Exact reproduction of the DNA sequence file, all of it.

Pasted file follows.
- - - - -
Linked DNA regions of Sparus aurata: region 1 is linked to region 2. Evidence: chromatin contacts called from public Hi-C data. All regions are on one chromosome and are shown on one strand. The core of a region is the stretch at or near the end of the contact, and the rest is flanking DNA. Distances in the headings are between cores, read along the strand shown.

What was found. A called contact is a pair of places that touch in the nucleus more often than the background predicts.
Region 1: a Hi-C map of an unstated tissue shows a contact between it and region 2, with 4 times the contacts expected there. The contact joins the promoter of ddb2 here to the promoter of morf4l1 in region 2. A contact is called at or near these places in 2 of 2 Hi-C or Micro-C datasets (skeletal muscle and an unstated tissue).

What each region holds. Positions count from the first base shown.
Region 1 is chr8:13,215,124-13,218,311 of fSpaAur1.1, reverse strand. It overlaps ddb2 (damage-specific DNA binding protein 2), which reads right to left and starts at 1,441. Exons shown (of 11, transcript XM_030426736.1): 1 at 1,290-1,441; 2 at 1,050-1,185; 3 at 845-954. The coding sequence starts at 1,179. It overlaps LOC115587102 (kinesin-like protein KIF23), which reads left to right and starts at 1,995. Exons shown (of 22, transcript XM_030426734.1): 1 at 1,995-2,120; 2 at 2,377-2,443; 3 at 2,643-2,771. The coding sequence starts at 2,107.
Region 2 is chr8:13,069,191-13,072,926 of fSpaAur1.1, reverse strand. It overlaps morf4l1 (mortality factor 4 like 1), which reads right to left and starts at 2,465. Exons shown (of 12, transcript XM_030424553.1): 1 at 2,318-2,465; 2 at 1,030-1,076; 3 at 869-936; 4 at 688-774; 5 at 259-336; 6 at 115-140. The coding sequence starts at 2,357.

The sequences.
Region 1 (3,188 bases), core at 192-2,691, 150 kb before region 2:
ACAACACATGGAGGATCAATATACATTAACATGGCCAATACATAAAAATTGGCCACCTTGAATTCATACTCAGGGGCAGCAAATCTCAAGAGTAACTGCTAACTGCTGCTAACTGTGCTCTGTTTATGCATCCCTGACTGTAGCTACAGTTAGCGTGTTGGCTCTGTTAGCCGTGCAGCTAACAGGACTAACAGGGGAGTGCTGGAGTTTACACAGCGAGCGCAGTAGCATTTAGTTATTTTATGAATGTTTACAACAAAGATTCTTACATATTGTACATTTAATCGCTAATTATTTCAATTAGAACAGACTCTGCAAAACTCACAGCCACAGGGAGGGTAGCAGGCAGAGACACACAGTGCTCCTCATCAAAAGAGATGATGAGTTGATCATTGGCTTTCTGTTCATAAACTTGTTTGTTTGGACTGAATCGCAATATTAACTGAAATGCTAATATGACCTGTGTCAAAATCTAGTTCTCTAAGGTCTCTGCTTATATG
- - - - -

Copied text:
Linked DNA regions of Sparus aurata: region 1 is linked to region 2. Evidence: chromatin contacts called from public Hi-C data. All regions are on one chromosome and are shown on one strand. The core of a region is the stretch at or near the end of the contact, and the rest is flanking DNA. Distances in the headings are between cores, read along the strand shown.

What was found. A called contact is a pair of places that touch in the nucleus more often than the background predicts.
Region 1: a Hi-C map of an unstated tissue shows a contact between it and region 2, with 4 times the contacts expected there. The contact joins the promoter of ddb2 here to the promoter of morf4l1 in region 2. A contact is called at or near these places in 2 of 2 Hi-C or Micro-C datasets (skeletal muscle and an unstated tissue).

What each region holds. Positions count from the first base shown.
Region 1 is chr8:13,215,124-13,218,311 of fSpaAur1.1, reverse strand. It overlaps ddb2 (damage-specific DNA binding protein 2), which reads right to left and starts at 1,441. Exons shown (of 11, transcript XM_030426736.1): 1 at 1,290-1,441; 2 at 1,050-1,185; 3 at 845-954. The coding sequence starts at 1,179. It overlaps LOC115587102 (kinesin-like protein KIF23), which reads left to right and starts at 1,995. Exons shown (of 22, transcript XM_030426734.1): 1 at 1,995-2,120; 2 at 2,377-2,443; 3 at 2,643-2,771. The coding sequence starts at 2,107.
Region 2 is chr8:13,069,191-13,072,926 of fSpaAur1.1, reverse strand. It overlaps morf4l1 (mortality factor 4 like 1), which reads right to left and starts at 2,465. Exons shown (of 12, transcript XM_030424553.1): 1 at 2,318-2,465; 2 at 1,030-1,076; 3 at 869-936; 4 at 688-774; 5 at 259-336; 6 at 115-140. The coding sequence starts at 2,357.

The sequences.
Region 1 (3,188 bases), core at 192-2,691, 150 kb before region 2:
ACAACACATGGAGGATCAATATACATTAACATGGCCAATACATAAAAATTGGCCACCTTGAATTCATACTCAGGGGCAGCAAATCTCAAGAGTAACTGCTAACTGCTGCTAACTGTGCTCTGTTTATGCATCCCTGACTGTAGCTACAGTTAGCGTGTTGGCTCTGTTAGCCGTGCAGCTAACAGGACTAACAGGGGAGTGCTGGAGTTTACACAGCGAGCGCAGTAGCATTTAGTTATTTTATGAATGTTTACAACAAAGATTCTTACATATTGTACATTTAATCGCTAATTATTTCAATTAGAACAGACTCTGCAAAACTCACAGCCACAGGGAGGGTAGCAGGCAGAGACACACAGTGCTCCTCATCAAAAGAGATGATGAGTTGATCATTGGCTTTCTGTTCATAAACTTGTTTGTTTGGACTGAATCGCAATATTAACTGAAATGCTAATATGACCTGTGTCAAAATCTAGTTCTCTAAGGTCTCTGCTTATATG